Re: Nature's vs. Science's Embargo Policy

From: ept <ept_at_BIOSTRAT.DEMON.CO.UK>
Date: Tue, 14 Jan 2003 15:43:53 +0000

Alan Story wrote:

> Jan:
> Further on the question of open access by potential authors.
> A few questions re: BioMed Central waivers ( of the $500
> charge):

EPT is watching these discussions and trying to work out the impact of
open access on developing country science.

My understanding is that both the BMC $500 charge and the PloS $1500
charge are to cover the costs both of document conversion and peer
review and I am not sure what % of these figures is for peer review. I
do not understand why peer review costs are considered to be so high,
since the reviewers give their professional skills for free and the
other costs are merely mailing and record keeping. The whole process can
now be automated, as has been done by the Canadian journal, Conservation
Ecology ( See also for other tools
for automated peer reviewing. Once such tools are set up, peer review
costs must be almost nil.

For developing country scientific organisations, replacing one
unaffordable cost (tolls) by another unaffordable cost (APC) is of
little encouragement. Even though the APC costs are substantially less,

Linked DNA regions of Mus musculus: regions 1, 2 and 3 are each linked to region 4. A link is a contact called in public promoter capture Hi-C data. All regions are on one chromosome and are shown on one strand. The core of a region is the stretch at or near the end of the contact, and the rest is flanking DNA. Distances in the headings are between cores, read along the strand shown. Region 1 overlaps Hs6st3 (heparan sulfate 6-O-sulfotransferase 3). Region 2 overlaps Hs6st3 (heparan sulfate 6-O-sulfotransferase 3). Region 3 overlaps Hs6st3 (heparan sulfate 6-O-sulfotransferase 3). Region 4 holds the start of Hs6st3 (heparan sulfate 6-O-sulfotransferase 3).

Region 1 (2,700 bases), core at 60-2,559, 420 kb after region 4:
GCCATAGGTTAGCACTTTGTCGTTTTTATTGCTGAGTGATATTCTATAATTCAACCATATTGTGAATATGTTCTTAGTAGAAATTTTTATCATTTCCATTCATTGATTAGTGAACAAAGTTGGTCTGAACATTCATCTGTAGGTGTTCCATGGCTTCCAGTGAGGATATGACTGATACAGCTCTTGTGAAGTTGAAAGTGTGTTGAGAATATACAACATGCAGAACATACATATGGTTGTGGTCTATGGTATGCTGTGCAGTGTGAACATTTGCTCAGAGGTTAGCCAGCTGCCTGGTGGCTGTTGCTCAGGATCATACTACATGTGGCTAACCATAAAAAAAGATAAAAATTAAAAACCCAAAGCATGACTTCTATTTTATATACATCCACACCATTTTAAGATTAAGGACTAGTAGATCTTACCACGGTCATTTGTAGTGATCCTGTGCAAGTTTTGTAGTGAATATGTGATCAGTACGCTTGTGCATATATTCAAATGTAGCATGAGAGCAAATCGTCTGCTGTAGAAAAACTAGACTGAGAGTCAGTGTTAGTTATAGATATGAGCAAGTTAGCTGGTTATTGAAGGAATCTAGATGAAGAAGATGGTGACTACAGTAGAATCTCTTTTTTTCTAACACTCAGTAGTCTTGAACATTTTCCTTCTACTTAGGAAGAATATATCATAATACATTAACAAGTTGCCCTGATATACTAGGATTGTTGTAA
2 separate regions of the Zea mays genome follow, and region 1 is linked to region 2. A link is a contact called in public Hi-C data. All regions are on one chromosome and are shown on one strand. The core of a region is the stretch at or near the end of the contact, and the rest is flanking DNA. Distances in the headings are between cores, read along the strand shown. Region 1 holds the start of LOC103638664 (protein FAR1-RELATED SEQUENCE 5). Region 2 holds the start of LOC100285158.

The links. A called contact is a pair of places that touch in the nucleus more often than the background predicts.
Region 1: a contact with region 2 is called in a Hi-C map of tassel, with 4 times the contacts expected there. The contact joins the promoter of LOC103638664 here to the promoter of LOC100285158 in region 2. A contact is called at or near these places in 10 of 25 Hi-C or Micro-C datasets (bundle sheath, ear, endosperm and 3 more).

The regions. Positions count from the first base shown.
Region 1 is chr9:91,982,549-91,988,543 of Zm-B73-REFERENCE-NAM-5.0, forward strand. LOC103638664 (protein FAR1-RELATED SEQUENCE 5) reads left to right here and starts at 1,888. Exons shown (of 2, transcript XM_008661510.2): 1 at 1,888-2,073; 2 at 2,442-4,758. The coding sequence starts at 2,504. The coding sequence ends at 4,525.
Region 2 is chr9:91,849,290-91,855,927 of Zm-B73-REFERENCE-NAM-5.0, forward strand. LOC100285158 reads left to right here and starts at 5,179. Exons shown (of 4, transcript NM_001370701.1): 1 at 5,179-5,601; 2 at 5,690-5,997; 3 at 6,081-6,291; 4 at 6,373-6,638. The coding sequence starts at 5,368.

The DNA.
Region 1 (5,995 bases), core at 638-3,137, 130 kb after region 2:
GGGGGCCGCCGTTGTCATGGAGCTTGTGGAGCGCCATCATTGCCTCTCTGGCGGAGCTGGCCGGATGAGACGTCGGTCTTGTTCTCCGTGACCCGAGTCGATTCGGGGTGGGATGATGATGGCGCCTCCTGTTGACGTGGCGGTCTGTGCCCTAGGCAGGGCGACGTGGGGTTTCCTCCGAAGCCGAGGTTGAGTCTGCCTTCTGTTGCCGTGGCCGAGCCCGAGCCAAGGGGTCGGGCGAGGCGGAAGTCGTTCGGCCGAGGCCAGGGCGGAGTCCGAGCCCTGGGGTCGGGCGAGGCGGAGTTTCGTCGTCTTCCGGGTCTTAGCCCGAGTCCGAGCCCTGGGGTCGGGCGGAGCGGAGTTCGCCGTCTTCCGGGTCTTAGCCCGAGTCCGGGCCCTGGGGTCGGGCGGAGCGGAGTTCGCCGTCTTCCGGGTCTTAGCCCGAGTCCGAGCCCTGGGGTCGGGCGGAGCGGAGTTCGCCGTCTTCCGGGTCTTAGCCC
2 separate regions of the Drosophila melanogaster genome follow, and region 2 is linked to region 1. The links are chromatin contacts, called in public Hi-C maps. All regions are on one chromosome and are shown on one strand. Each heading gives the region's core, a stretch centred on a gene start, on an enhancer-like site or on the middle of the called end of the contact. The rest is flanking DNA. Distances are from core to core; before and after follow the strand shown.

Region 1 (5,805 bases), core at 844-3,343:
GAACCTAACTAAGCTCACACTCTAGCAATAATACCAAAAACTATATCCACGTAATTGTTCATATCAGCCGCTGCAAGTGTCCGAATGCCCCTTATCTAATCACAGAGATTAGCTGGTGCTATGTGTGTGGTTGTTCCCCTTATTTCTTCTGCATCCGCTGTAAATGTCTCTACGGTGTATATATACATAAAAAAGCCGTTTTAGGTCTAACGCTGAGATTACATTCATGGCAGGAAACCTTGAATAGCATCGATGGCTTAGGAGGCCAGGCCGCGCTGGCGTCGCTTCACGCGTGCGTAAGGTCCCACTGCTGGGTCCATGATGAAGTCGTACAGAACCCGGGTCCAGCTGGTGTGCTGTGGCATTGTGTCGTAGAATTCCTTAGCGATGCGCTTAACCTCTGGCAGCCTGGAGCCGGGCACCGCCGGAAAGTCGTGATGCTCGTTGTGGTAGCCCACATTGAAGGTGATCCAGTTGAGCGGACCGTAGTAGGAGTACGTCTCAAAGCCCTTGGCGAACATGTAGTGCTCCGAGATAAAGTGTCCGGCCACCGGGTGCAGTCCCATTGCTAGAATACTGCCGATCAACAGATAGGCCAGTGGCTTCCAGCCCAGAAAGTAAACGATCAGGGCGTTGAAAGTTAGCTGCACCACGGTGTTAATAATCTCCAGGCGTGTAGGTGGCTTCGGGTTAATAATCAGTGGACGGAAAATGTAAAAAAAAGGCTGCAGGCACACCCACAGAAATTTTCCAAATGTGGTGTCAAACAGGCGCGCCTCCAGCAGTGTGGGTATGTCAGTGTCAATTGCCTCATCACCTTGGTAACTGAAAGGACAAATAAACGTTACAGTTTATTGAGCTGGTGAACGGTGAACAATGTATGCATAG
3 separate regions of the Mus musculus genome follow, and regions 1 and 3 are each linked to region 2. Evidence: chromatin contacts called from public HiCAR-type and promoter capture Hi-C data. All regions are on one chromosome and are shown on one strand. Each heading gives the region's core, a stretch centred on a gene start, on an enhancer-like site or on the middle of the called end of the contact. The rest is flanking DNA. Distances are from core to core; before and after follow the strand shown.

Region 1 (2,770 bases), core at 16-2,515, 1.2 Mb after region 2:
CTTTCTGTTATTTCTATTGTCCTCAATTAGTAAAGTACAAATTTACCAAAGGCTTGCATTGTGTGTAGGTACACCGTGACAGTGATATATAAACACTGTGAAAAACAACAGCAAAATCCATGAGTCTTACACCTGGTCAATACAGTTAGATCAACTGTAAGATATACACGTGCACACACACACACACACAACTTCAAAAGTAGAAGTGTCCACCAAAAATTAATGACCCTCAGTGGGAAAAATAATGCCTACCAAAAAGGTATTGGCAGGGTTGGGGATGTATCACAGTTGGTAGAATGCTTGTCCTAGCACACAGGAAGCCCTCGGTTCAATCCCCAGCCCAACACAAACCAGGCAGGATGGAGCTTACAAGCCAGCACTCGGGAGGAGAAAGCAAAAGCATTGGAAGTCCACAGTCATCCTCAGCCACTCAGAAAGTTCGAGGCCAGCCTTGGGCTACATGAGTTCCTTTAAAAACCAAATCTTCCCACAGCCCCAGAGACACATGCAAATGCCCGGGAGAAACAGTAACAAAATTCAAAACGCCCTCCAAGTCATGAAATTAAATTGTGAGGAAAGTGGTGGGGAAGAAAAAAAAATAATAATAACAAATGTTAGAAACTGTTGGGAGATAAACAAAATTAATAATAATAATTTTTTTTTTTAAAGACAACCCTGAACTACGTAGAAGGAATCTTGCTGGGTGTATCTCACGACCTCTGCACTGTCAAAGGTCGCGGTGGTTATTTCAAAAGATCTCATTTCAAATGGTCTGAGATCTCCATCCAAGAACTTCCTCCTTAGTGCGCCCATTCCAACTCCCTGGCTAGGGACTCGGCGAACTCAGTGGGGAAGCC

and may be eliminated for developing country authors (if they can 'make
a reasonable case', and see the query from Alan Storey), one must hope
that these efforts are interim means of getting from 'here' to 'there'.
To ensure the international scientific community has access to ALL
research ouput, there must be a true level playing field. Only then can
the 'missing' research generated in the developing world, and critical
for international programmes (in AIDS/malaria/tuberculosis/environmental
protection/biodiversity/taxonomy/ biosafety/biopolicy....) become part of
mainstream knowledge. Only then can the isolation of the scientific
community in under-resourced countries be overcome and international
partnerships be established to the benefit of all of us. Carry out a
search for 'malaria' on the non-profit distributor of many developing
country journals, Bioline International, to see an example of the
missing research. Use and search from the homepage
across all material on the system.

My understanding has always been that the open access movement aimed to
provide free access to institutional archives - free of costs both to
the author and the reader. Any costs to be met would be borne by
institutions, which have an interest in distributing their own research
output in ways that make the greatest impact. Again, my understanding is
that costs for setting up an institutional eprint server would be:
an initial modest setting-up cost, some hand-holding costs for authors
in preparing documents for the eprints servers, followed by low
maintainenance costs. These could surely be 'absorbed' by most
organisations. Essential peer review costs would be readily paid for by
savings plus automation.

And that sounds just fine for science in the developing world.

Barbara Kirsop
Electronic Publishing Trust for Development -
Received on Tue Jan 14 2003 - 15:43:53 GMT

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